By involving Finn Geotherm during the planning stages of the project, Paul was easily able to incorporate a plant room for the heat pump inside his home and get the required 700m of ground loop laid in his garden before any landscaping took place. The heat pump connected directly into the barn’s underfloor heating circuit.
“I can’t speak highly enough of my heat pump system and the service I’ve received from Finn Geotherm,” comments Paul. “Our home is constantly warm throughout – there are no cold spots and every room is always warm. We’ve had two winters with the system now and I have been very impressed with both its performance and the running costs. Our heating and hot water bills are significantly less than we were used to paying for oil-fired heating in our old house and we don’t have the additional hassles of ordering deliveries to make sure we don’t run out of fuel. The RHI payments really made the choice a no-brainer. Our system will have been paid for by the RHI in seven years and during this time – and for years afterwards – we are receiving all our heating and hot water at an extremely low cost.”
Paul’s conversion houses a very large (136m2) open-plan room consisting of a lounge, dining area, kitchen and sitting room area. There are four bedrooms altogether – one with a walk in-wardrobe – two large bathrooms, a plant room and a glass link between the main living rooms and the bedrooms and a cloakroom.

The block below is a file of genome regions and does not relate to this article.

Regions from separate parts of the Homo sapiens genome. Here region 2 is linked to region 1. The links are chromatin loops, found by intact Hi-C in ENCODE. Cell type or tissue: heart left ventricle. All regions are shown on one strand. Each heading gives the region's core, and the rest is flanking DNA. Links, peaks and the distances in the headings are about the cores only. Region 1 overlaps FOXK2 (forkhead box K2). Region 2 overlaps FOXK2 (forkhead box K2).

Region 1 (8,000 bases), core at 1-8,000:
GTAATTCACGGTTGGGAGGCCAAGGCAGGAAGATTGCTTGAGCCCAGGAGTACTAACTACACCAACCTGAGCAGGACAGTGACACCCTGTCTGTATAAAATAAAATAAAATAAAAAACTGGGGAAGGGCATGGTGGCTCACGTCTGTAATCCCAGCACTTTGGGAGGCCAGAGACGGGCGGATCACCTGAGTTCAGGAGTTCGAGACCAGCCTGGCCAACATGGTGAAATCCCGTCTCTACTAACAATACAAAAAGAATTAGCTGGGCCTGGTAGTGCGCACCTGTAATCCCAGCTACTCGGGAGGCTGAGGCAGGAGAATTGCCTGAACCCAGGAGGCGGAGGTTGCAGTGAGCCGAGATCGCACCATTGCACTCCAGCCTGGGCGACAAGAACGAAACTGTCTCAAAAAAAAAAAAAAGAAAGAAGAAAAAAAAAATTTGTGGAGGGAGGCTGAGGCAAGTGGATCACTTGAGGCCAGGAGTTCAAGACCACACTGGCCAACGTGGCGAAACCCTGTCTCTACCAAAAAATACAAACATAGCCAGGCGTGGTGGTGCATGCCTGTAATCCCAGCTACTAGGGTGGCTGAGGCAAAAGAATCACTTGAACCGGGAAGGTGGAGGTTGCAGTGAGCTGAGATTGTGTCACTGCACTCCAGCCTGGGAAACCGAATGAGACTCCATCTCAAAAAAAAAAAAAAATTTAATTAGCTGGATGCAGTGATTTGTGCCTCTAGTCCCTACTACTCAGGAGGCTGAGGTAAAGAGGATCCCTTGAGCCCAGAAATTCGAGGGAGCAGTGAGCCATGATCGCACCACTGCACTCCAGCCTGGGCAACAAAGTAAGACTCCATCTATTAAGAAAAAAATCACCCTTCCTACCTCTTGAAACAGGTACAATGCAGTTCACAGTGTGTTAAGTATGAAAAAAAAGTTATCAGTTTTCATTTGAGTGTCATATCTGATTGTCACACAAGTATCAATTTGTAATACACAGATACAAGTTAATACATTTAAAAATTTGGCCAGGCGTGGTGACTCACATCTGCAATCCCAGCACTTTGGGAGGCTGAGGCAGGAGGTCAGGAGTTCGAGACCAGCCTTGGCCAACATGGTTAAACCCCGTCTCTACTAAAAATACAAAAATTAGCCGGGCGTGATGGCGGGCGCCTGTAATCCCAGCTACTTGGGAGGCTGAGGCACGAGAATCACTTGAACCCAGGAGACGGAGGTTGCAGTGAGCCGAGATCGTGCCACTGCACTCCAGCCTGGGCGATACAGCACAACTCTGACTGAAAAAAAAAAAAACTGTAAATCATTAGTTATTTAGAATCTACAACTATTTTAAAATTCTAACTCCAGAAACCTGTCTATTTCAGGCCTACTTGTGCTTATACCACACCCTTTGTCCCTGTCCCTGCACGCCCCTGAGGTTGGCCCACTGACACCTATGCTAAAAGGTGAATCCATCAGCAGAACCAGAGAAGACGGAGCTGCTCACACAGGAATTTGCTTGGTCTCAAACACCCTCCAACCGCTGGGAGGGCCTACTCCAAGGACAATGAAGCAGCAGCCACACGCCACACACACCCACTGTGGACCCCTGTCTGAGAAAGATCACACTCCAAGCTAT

Commenting on the interior, Paul said: “The open-plan lounge and dining area are my favourite rooms within the house. The open plan gives it a nice free and airy feel. It is also very ‘family-friendly’ because wherever you are in this open-plan area, you can communicate with each other rather than being shut away in another room. For example, when preparing a meal, you can be in the kitchen while talking to someone else in either the lounge area, the sitting room area or the dining room area. I also love the large glass front to the lounge and dining area.
“Overall, what I love about the build as a whole is the open plan and its wonderful location. Also one of the best decisions I made was to invest in the Renewable Heat Incentive scheme by opting for a ground source heat pump system for all my heating and hot water.”
When asked what the local community think of his build, Paul responded: “Although the barn is in a nice secluded location, those people who do live nearby think that it is a wonderful renovation. The build responds excellently to its neighbouring surroundings, as you can see from the photos, and the finished article is even better than I ever thought. If I were to do it again, I can honestly say that I wouldn’t do anything differently.
“If I was younger, I definitely would undertake another conversion, but at my age I don’t think I would do it again. My advice for others is if you haven’t any experience at this type of work make sure you get a good architect and a builder who have done this type of work before because it is so different from a normal house build.”